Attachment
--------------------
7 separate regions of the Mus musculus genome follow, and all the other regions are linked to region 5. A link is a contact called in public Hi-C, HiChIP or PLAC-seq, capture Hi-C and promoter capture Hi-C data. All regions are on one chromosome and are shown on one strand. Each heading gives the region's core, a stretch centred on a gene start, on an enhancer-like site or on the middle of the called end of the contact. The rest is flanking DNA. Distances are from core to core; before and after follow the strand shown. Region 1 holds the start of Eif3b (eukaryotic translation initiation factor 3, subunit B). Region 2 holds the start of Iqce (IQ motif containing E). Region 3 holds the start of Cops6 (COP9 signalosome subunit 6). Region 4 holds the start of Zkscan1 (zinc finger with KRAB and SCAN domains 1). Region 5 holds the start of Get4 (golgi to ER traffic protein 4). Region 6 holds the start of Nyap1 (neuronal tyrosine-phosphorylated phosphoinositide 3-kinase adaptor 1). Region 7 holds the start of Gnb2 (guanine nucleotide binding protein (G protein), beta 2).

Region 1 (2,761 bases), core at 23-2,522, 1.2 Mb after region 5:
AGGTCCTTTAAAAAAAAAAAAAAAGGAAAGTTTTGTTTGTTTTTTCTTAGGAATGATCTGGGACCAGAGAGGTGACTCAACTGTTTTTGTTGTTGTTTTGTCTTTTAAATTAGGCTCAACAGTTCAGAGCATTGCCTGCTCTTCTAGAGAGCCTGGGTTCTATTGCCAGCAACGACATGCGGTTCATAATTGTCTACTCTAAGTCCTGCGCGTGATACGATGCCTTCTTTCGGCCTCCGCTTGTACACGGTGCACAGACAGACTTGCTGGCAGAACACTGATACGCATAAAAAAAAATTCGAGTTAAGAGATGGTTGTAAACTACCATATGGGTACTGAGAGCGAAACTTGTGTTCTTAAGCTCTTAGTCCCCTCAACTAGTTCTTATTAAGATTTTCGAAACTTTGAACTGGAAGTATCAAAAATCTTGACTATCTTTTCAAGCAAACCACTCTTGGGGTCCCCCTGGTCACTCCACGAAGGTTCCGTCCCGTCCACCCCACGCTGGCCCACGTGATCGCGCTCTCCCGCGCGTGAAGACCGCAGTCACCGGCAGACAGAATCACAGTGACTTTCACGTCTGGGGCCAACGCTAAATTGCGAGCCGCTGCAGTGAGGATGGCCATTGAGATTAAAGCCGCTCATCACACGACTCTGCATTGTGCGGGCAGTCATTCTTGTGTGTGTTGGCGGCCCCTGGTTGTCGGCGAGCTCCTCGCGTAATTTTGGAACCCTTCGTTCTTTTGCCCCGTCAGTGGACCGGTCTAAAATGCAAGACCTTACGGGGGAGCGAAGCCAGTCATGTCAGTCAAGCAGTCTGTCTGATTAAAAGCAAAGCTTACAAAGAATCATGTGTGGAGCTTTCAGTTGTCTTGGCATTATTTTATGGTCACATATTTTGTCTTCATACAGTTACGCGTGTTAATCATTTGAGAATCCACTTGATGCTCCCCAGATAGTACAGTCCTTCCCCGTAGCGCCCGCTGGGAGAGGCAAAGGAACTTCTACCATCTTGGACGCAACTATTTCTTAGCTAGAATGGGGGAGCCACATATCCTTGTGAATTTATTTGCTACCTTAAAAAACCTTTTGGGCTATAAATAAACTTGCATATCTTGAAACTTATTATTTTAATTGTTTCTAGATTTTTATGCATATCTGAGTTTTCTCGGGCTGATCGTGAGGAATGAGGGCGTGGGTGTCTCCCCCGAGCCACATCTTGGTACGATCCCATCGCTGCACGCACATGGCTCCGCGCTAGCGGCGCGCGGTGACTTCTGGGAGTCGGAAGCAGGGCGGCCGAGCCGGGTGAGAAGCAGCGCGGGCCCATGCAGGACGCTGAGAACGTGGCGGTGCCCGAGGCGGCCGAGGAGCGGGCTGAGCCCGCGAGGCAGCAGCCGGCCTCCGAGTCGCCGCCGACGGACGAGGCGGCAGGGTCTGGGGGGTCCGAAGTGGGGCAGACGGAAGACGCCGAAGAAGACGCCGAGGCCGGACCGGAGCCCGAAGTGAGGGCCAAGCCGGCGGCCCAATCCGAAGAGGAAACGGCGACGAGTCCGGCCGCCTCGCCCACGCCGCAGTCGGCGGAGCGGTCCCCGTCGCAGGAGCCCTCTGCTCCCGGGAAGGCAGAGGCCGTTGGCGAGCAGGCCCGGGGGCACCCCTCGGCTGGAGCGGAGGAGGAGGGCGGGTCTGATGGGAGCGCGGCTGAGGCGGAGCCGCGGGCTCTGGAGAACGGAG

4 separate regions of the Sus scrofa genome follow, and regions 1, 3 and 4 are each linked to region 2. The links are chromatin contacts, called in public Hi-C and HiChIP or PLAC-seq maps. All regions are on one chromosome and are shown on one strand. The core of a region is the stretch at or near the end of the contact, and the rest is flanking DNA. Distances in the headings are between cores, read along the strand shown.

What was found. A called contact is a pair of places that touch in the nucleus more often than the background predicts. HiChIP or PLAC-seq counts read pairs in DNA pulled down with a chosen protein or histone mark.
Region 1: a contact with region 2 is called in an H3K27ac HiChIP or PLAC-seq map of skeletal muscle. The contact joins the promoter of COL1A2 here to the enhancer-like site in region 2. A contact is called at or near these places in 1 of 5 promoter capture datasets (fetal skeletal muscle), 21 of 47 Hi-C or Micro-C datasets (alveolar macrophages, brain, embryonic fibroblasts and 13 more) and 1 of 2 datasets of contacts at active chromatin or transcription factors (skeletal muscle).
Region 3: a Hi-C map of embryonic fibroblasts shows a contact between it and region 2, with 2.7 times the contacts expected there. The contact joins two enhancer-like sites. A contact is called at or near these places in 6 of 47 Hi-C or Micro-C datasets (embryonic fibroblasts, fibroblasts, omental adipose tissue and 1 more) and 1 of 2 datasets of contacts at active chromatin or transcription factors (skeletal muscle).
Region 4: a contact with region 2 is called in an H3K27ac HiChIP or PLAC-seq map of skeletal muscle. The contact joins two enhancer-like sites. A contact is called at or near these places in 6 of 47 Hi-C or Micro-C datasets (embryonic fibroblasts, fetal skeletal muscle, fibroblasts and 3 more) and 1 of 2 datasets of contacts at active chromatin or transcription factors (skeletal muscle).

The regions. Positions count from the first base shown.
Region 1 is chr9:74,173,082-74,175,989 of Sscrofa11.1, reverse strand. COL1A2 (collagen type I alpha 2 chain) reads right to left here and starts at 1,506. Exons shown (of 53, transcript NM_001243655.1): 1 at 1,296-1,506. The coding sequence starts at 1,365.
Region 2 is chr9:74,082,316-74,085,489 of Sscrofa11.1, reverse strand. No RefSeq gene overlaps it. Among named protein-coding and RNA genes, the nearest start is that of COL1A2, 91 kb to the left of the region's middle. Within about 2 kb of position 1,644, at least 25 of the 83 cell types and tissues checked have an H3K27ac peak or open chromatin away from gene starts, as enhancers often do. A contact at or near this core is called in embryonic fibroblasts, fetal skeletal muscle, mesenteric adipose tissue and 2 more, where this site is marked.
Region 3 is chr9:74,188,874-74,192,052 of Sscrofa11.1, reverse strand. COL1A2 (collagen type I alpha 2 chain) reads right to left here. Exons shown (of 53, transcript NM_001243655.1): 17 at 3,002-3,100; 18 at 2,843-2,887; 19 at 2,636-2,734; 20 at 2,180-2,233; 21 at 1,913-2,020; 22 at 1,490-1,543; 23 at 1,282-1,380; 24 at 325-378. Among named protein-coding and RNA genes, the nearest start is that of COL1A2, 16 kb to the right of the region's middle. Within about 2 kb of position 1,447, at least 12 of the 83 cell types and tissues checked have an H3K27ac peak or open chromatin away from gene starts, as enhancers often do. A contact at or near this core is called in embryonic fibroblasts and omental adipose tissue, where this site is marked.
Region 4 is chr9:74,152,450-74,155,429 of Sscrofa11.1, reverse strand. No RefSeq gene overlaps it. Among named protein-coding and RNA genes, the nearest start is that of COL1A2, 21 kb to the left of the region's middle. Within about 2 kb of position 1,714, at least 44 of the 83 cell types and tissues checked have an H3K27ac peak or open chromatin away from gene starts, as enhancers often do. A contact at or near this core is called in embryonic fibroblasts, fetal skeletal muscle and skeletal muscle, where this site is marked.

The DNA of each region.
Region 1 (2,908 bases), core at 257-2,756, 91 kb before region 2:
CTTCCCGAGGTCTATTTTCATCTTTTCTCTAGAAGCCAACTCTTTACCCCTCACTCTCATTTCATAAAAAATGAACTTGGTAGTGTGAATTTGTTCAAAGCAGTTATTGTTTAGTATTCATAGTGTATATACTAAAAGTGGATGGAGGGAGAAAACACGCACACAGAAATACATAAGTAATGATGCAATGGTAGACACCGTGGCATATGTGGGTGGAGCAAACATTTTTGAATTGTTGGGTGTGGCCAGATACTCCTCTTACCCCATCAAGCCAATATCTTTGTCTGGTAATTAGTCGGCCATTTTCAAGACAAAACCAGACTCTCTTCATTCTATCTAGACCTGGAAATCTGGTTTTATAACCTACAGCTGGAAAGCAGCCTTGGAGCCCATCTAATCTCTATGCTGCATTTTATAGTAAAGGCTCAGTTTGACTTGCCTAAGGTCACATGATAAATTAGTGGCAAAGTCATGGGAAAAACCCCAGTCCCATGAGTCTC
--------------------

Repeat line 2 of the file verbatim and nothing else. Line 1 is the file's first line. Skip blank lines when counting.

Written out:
Region 1 (2,761 bases), core at 23-2,522, 1.2 Mb after region 5: